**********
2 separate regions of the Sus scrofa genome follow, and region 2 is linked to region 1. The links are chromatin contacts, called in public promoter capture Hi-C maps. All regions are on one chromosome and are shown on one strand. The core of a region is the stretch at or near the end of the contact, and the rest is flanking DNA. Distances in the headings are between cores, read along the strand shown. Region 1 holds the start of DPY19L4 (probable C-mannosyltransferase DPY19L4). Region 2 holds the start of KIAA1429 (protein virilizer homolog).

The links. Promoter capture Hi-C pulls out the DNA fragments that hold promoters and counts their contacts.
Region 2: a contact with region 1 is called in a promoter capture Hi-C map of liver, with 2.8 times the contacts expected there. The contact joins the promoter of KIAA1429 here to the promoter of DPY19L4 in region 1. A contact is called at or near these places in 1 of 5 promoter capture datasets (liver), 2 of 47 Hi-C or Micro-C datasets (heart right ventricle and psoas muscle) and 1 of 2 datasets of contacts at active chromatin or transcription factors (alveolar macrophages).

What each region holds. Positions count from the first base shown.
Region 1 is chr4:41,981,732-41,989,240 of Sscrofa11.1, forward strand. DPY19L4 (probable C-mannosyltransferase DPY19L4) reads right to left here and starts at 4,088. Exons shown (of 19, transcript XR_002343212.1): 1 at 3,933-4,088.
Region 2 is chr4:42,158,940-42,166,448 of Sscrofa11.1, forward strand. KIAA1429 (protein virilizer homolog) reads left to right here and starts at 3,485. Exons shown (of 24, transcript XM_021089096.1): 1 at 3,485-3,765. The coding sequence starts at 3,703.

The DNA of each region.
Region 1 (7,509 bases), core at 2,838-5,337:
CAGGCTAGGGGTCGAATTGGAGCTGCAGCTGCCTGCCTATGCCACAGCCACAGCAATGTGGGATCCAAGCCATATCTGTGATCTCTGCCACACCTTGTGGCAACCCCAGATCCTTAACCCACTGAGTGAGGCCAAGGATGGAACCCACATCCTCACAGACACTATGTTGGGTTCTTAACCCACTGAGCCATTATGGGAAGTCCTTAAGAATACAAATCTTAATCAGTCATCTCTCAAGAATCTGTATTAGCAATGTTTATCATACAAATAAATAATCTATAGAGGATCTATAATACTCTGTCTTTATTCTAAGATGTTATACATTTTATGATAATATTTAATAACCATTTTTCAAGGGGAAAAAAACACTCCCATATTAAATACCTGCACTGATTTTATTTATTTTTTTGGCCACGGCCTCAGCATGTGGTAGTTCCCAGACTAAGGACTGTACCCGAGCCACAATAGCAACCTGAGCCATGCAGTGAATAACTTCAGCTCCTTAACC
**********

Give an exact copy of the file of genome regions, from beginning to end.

2 separate regions of the Sus scrofa genome follow, and region 2 is linked to region 1. The links are chromatin contacts, called in public promoter capture Hi-C maps. All regions are on one chromosome and are shown on one strand. The core of a region is the stretch at or near the end of the contact, and the rest is flanking DNA. Distances in the headings are between cores, read along the strand shown. Region 1 holds the start of DPY19L4 (probable C-mannosyltransferase DPY19L4). Region 2 holds the start of KIAA1429 (protein virilizer homolog).

The links. Promoter capture Hi-C pulls out the DNA fragments that hold promoters and counts their contacts.
Region 2: a contact with region 1 is called in a promoter capture Hi-C map of liver, with 2.8 times the contacts expected there. The contact joins the promoter of KIAA1429 here to the promoter of DPY19L4 in region 1. A contact is called at or near these places in 1 of 5 promoter capture datasets (liver), 2 of 47 Hi-C or Micro-C datasets (heart right ventricle and psoas muscle) and 1 of 2 datasets of contacts at active chromatin or transcription factors (alveolar macrophages).

What each region holds. Positions count from the first base shown.
Region 1 is chr4:41,981,732-41,989,240 of Sscrofa11.1, forward strand. DPY19L4 (probable C-mannosyltransferase DPY19L4) reads right to left here and starts at 4,088. Exons shown (of 19, transcript XR_002343212.1): 1 at 3,933-4,088.
Region 2 is chr4:42,158,940-42,166,448 of Sscrofa11.1, forward strand. KIAA1429 (protein virilizer homolog) reads left to right here and starts at 3,485. Exons shown (of 24, transcript XM_021089096.1): 1 at 3,485-3,765. The coding sequence starts at 3,703.

The DNA of each region.
Region 1 (7,509 bases), core at 2,838-5,337:
CAGGCTAGGGGTCGAATTGGAGCTGCAGCTGCCTGCCTATGCCACAGCCACAGCAATGTGGGATCCAAGCCATATCTGTGATCTCTGCCACACCTTGTGGCAACCCCAGATCCTTAACCCACTGAGTGAGGCCAAGGATGGAACCCACATCCTCACAGACACTATGTTGGGTTCTTAACCCACTGAGCCATTATGGGAAGTCCTTAAGAATACAAATCTTAATCAGTCATCTCTCAAGAATCTGTATTAGCAATGTTTATCATACAAATAAATAATCTATAGAGGATCTATAATACTCTGTCTTTATTCTAAGATGTTATACATTTTATGATAATATTTAATAACCATTTTTCAAGGGGAAAAAAACACTCCCATATTAAATACCTGCACTGATTTTATTTATTTTTTTGGCCACGGCCTCAGCATGTGGTAGTTCCCAGACTAAGGACTGTACCCGAGCCACAATAGCAACCTGAGCCATGCAGTGAATAACTTCAGCTCCTTAACC